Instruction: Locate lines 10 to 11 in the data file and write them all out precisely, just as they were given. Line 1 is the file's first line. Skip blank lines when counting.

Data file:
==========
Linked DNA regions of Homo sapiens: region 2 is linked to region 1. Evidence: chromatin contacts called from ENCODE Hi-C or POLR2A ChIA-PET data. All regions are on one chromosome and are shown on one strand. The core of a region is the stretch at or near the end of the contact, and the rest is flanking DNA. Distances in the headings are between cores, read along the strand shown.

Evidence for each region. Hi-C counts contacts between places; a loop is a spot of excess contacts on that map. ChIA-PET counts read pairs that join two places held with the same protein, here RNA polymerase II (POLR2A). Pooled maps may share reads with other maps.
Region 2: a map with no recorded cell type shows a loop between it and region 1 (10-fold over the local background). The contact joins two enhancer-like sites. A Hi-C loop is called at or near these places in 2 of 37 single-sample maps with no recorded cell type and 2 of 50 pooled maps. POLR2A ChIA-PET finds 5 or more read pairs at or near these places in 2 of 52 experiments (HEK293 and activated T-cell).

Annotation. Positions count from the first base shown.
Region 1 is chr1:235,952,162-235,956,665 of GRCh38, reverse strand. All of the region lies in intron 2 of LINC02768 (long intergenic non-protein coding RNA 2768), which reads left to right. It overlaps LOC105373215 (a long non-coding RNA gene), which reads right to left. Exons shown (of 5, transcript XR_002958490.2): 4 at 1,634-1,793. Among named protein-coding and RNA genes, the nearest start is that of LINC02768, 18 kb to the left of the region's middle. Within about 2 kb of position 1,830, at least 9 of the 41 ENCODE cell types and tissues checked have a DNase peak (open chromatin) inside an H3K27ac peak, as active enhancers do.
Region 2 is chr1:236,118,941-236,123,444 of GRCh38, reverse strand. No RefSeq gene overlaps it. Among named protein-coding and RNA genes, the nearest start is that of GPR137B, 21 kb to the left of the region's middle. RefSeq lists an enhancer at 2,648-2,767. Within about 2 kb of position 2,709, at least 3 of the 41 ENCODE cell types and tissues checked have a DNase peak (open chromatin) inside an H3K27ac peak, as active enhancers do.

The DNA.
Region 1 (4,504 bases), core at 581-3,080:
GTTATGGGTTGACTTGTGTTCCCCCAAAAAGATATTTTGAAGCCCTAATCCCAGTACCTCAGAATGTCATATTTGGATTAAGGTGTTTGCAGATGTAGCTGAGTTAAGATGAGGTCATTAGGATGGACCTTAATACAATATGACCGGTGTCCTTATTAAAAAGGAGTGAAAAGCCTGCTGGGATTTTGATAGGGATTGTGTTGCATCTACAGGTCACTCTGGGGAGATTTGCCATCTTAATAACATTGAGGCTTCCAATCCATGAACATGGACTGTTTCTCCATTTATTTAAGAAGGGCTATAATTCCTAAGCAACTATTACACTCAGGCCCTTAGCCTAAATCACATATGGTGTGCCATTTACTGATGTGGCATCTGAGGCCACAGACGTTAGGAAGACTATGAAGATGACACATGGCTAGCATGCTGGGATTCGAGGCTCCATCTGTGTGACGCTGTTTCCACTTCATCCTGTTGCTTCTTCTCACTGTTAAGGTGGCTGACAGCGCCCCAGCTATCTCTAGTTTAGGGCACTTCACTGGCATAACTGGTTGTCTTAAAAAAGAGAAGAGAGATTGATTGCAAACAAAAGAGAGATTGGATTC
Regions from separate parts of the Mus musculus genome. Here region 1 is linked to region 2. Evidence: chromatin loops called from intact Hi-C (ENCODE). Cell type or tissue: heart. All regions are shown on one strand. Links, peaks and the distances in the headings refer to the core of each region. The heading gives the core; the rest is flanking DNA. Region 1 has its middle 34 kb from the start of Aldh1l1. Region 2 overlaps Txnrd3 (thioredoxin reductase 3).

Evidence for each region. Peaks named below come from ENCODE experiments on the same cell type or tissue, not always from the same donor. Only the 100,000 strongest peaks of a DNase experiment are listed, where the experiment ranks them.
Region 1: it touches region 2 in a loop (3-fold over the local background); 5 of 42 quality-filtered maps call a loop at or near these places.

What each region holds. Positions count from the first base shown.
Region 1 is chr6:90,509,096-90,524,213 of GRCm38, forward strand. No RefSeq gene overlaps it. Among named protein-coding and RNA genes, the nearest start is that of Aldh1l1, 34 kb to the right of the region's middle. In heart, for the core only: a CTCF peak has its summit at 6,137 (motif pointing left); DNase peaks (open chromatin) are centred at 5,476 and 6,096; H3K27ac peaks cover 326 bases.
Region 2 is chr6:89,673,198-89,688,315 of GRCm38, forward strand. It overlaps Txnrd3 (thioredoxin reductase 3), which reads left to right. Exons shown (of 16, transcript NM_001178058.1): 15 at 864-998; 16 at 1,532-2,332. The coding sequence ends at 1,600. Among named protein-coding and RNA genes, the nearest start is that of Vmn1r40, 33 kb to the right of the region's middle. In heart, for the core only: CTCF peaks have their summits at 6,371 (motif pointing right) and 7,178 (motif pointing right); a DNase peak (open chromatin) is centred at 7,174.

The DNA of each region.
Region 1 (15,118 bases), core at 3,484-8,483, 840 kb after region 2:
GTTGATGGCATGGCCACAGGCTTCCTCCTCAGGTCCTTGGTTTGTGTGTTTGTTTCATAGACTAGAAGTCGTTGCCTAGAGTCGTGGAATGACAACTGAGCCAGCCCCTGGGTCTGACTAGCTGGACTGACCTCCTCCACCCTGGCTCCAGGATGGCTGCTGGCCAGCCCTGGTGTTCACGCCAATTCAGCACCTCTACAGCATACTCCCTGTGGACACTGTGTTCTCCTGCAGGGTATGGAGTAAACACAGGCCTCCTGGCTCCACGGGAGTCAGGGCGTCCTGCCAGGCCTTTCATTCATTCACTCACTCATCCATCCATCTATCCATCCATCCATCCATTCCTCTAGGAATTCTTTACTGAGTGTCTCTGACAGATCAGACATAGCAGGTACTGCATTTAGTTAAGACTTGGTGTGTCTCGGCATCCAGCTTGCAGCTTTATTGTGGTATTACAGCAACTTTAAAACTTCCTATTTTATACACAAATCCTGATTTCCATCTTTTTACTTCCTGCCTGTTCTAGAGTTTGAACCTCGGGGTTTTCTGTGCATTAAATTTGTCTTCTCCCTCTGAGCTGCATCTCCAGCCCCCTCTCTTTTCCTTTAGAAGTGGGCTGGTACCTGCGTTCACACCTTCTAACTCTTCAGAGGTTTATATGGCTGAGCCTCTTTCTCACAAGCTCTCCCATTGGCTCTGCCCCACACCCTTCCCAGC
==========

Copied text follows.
Regions from separate parts of the Mus musculus genome. Here region 1 is linked to region 2. Evidence: chromatin loops called from intact Hi-C (ENCODE). Cell type or tissue: heart. All regions are shown on one strand. Links, peaks and the distances in the headings refer to the core of each region. The heading gives the core; the rest is flanking DNA. Region 1 has its middle 34 kb from the start of Aldh1l1. Region 2 overlaps Txnrd3 (thioredoxin reductase 3).

Evidence for each region. Peaks named below come from ENCODE experiments on the same cell type or tissue, not always from the same donor. Only the 100,000 strongest peaks of a DNase experiment are listed, where the experiment ranks them.